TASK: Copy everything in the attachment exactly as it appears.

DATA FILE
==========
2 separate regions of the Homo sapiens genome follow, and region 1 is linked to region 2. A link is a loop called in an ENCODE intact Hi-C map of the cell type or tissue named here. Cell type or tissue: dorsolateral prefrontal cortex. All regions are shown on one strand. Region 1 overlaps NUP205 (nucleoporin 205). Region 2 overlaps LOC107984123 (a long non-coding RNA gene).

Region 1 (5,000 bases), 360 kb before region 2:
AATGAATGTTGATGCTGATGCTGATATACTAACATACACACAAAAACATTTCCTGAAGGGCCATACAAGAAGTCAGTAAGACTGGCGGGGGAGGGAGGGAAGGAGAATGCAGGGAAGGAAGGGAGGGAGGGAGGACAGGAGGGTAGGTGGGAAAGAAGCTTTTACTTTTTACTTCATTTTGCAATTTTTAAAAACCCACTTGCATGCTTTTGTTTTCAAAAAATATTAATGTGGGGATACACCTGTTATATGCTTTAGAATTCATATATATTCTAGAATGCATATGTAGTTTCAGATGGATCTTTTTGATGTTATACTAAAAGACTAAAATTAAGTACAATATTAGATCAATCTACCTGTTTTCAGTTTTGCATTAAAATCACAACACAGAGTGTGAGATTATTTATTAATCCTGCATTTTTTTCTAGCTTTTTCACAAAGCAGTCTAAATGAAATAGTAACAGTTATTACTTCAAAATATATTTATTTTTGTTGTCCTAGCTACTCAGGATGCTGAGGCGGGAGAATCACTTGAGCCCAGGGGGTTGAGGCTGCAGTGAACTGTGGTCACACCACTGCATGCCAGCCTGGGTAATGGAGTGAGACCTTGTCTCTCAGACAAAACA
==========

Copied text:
2 separate regions of the Homo sapiens genome follow, and region 1 is linked to region 2. A link is a loop called in an ENCODE intact Hi-C map of the cell type or tissue named here. Cell type or tissue: dorsolateral prefrontal cortex. All regions are shown on one strand. Region 1 overlaps NUP205 (nucleoporin 205). Region 2 overlaps LOC107984123 (a long non-coding RNA gene).

Region 1 (5,000 bases), 360 kb before region 2:
AATGAATGTTGATGCTGATGCTGATATACTAACATACACACAAAAACATTTCCTGAAGGGCCATACAAGAAGTCAGTAAGACTGGCGGGGGAGGGAGGGAAGGAGAATGCAGGGAAGGAAGGGAGGGAGGGAGGACAGGAGGGTAGGTGGGAAAGAAGCTTTTACTTTTTACTTCATTTTGCAATTTTTAAAAACCCACTTGCATGCTTTTGTTTTCAAAAAATATTAATGTGGGGATACACCTGTTATATGCTTTAGAATTCATATATATTCTAGAATGCATATGTAGTTTCAGATGGATCTTTTTGATGTTATACTAAAAGACTAAAATTAAGTACAATATTAGATCAATCTACCTGTTTTCAGTTTTGCATTAAAATCACAACACAGAGTGTGAGATTATTTATTAATCCTGCATTTTTTTCTAGCTTTTTCACAAAGCAGTCTAAATGAAATAGTAACAGTTATTACTTCAAAATATATTTATTTTTGTTGTCCTAGCTACTCAGGATGCTGAGGCGGGAGAATCACTTGAGCCCAGGGGGTTGAGGCTGCAGTGAACTGTGGTCACACCACTGCATGCCAGCCTGGGTAATGGAGTGAGACCTTGTCTCTCAGACAAAACA